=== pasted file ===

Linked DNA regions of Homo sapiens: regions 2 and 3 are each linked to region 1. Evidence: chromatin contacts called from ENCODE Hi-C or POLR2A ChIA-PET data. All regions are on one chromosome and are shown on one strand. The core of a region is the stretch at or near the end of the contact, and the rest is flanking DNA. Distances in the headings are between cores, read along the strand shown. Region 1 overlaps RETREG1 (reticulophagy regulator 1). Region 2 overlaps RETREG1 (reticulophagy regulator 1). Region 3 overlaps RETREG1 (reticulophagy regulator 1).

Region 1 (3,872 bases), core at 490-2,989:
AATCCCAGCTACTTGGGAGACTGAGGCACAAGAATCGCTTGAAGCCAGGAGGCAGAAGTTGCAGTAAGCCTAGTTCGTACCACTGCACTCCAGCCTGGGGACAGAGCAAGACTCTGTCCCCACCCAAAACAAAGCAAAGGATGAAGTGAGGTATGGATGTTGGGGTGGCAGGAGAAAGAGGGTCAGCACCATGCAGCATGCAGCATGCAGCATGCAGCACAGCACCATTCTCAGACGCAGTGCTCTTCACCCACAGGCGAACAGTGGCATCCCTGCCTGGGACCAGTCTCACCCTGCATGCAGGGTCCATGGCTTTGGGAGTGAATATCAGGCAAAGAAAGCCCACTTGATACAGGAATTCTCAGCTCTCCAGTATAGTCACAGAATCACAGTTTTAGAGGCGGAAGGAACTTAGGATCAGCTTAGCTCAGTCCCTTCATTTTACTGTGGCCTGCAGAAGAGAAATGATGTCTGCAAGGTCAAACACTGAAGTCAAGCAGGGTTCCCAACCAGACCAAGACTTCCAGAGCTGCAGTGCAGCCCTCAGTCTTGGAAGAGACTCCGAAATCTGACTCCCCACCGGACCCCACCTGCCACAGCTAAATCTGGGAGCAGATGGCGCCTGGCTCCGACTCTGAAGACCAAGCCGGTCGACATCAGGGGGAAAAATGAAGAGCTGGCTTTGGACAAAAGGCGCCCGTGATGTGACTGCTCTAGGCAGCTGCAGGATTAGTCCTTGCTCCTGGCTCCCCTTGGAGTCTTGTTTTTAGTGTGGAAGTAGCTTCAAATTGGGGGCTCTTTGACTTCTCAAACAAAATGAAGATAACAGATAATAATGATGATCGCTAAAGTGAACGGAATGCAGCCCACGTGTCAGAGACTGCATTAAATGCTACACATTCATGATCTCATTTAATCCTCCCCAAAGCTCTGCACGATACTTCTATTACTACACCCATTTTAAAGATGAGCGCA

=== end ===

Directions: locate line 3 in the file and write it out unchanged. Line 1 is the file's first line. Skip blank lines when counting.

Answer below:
AATCCCAGCTACTTGGGAGACTGAGGCACAAGAATCGCTTGAAGCCAGGAGGCAGAAGTTGCAGTAAGCCTAGTTCGTACCACTGCACTCCAGCCTGGGGACAGAGCAAGACTCTGTCCCCACCCAAAACAAAGCAAAGGATGAAGTGAGGTATGGATGTTGGGGTGGCAGGAGAAAGAGGGTCAGCACCATGCAGCATGCAGCATGCAGCATGCAGCACAGCACCATTCTCAGACGCAGTGCTCTTCACCCACAGGCGAACAGTGGCATCCCTGCCTGGGACCAGTCTCACCCTGCATGCAGGGTCCATGGCTTTGGGAGTGAATATCAGGCAAAGAAAGCCCACTTGATACAGGAATTCTCAGCTCTCCAGTATAGTCACAGAATCACAGTTTTAGAGGCGGAAGGAACTTAGGATCAGCTTAGCTCAGTCCCTTCATTTTACTGTGGCCTGCAGAAGAGAAATGATGTCTGCAAGGTCAAACACTGAAGTCAAGCAGGGTTCCCAACCAGACCAAGACTTCCAGAGCTGCAGTGCAGCCCTCAGTCTTGGAAGAGACTCCGAAATCTGACTCCCCACCGGACCCCACCTGCCACAGCTAAATCTGGGAGCAGATGGCGCCTGGCTCCGACTCTGAAGACCAAGCCGGTCGACATCAGGGGGAAAAATGAAGAGCTGGCTTTGGACAAAAGGCGCCCGTGATGTGACTGCTCTAGGCAGCTGCAGGATTAGTCCTTGCTCCTGGCTCCCCTTGGAGTCTTGTTTTTAGTGTGGAAGTAGCTTCAAATTGGGGGCTCTTTGACTTCTCAAACAAAATGAAGATAACAGATAATAATGATGATCGCTAAAGTGAACGGAATGCAGCCCACGTGTCAGAGACTGCATTAAATGCTACACATTCATGATCTCATTTAATCCTCCCCAAAGCTCTGCACGATACTTCTATTACTACACCCATTTTAAAGATGAGCGCA